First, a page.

Displaying all 16 publications

Abstract:
Sort:
  1. Dhabali AA, Awang R, Hamdan Z, Zyoud SH
    Int J Clin Pharmacol Ther, 2012 Dec;50(12):851-61.
    PMID: 23006441 DOI: 10.5414/CP201689
    OBJECTIVES: The objectives of this study were 1) to obtain information regarding the prescribing pattern of nonsteroidal anti-inflammatory drugs (NSAIDs) in the primary care setting at a Malaysian university, 2) to determine the prevalence and types of potential NSAID prescription related problems (PRPs), and 3) to identify patient characteristics associated with exposure to these potential PRPs.
    METHODS: We retrospectively collected data from 1 academic year using the electronic medical records of patients in the University Sains Malaysia (USM) primary care system. The defined daily dose (DDD) methodology and the anatomical therapeutic chemical (ATC) drug classification system were used in the analysis and comparison of the data. Statements representing potential NSAID PRPs were developed from authoritative drug information sources. Then, algorithms were developed to screen the databases for these potential PRPs. Descriptive and comparative statistics were used to characterize DRPs.
    RESULTS: During the study period, 12,470 NSAID prescriptions were prescribed for 6,509 patients (mean ± SD = 1.92 ± 1.83). This represented a prevalence of 35,944 per 100,000 patients, or 36%. Based on their DDDs, mefenamic acid and diclofenac were the most prescribed NSAIDs. 573 potential NSAID-related PRPs were observed in a cohort of 432 patients, representing a prevalence of 6,640 per 100,000 NSAIDs users, or 6.6% of all NSAID users. Multivariate logistic regression analysis revealed that patients with a Malay ethnic background (p < 0.001), members of the staff (p < 0.001), having 4 or more prescribers (p < 0.001) or having 2 - 3 prescribers (p = 0.02), and representing 4 or more long-term therapeutic groups (LTTGs) (p < 0.001) or 2 - 3 LTTGs (p < 0.001) were significantly associated with an increased chance of exposure to potential NSAID related PRPs.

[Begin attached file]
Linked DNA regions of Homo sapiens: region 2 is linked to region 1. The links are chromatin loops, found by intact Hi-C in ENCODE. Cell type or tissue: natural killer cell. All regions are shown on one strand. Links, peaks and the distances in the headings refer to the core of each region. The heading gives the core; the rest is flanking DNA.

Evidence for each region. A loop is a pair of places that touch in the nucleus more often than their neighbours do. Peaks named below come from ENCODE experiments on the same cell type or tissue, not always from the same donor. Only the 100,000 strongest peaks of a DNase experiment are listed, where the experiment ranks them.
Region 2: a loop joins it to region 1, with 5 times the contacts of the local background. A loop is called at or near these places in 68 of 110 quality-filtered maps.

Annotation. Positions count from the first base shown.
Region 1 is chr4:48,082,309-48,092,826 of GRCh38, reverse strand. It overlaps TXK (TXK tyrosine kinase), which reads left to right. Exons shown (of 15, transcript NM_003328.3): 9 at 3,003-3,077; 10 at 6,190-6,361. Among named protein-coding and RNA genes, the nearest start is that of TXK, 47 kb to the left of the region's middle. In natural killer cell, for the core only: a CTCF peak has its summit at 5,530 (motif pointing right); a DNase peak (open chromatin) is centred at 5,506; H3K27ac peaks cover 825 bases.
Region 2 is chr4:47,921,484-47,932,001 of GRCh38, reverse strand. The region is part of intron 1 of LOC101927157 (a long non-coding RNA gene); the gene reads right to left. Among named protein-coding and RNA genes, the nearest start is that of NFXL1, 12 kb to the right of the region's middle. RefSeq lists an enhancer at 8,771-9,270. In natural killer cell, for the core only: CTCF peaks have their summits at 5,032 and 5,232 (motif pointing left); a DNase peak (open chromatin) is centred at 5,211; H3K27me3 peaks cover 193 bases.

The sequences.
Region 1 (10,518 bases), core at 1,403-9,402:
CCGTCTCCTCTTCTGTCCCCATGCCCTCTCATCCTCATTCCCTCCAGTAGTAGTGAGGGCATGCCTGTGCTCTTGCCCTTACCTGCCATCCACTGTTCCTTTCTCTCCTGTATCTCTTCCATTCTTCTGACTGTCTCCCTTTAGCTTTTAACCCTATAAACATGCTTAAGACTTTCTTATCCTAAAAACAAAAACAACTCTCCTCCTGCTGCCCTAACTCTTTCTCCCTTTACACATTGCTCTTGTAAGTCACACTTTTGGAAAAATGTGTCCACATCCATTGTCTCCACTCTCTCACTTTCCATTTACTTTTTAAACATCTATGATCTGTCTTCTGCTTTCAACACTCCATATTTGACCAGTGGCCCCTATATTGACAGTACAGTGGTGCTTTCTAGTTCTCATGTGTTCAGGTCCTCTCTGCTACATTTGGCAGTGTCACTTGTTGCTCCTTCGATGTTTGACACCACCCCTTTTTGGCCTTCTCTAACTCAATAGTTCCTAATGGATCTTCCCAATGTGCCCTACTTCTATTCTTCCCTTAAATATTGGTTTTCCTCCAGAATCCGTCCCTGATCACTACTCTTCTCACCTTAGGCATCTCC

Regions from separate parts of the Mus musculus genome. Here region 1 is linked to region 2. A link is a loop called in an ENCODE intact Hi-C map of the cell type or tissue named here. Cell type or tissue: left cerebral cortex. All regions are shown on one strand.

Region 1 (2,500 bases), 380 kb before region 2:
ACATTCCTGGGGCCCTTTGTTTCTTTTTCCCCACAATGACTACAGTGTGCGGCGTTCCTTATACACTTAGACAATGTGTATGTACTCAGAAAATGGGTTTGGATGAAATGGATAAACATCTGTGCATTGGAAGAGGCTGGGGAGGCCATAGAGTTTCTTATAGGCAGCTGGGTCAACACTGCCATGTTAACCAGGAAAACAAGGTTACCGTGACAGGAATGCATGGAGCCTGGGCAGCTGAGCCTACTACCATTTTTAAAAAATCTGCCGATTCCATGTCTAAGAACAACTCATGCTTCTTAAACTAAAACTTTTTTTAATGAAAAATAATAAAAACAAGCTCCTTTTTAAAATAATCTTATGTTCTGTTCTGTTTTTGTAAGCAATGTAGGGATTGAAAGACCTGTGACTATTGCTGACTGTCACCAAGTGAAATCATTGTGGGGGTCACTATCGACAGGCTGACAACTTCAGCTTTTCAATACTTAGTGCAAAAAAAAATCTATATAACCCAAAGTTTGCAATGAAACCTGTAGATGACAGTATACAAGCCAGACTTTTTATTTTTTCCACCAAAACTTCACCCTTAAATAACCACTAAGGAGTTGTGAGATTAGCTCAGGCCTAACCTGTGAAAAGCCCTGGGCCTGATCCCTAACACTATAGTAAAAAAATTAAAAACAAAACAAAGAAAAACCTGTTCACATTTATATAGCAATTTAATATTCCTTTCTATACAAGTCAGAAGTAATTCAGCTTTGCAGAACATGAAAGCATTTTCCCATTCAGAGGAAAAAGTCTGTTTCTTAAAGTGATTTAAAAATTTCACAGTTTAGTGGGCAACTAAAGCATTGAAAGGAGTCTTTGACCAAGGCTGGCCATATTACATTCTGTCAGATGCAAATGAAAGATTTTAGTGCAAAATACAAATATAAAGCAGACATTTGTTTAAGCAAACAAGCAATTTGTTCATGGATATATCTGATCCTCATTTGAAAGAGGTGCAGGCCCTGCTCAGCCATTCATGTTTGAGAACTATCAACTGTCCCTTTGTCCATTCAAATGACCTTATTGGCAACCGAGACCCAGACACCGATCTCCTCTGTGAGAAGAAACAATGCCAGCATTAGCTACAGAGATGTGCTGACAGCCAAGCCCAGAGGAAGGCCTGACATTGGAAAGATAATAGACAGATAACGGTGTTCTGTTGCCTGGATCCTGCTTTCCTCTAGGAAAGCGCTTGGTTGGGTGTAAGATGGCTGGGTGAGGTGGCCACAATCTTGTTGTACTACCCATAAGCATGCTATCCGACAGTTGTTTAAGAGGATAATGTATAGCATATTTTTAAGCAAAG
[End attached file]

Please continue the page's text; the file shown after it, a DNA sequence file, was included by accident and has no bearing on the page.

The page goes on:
CONCLUSIONS: This is the first study in Malaysia that presents data on the prescribing pattern of NSAIDs and the characteristics of potential NSAID-related PRPs. The prevalence of potential NSAID-related PRPs is frequent in the primary care setting. Exposure to these PRPs is associated with specific sociodemographic and health status factors. These results should help to raise the awareness of clinicians and patients about serious NSAID PRPs.

    Study site: University Sains Malaysia (USM) primary care system.
  2. Xiang YT, Kreyenbuhl J, Dickerson FB, Ungvari GS, Wang CY, Si TM, et al.
    Int J Clin Pharmacol Ther, 2012 Jul;50(7):500-4.
    PMID: 22541750 DOI: 10.5414/CP201683
    This study surveyed the prescribing patterns of antipsychotic medications in Asian older schizophrenia patients with extrapyramidal side effects (EPS) during the period between 2001 and 2009.
  3. Hassan Y, Al-Jabi SW, Aziz NA, Looi I, Zyoud SH
    Int J Clin Pharmacol Ther, 2011 Oct;49(10):605-13.
    PMID: 21961485
    BACKGROUND: Patients with diabetes mellitus (DM) are more prone to develop atherosclerotic complications including stroke. Moreover, as a primary and secondary prevention of stroke, antiplatelet therapy is recommended by clinical guidelines for patients with DM.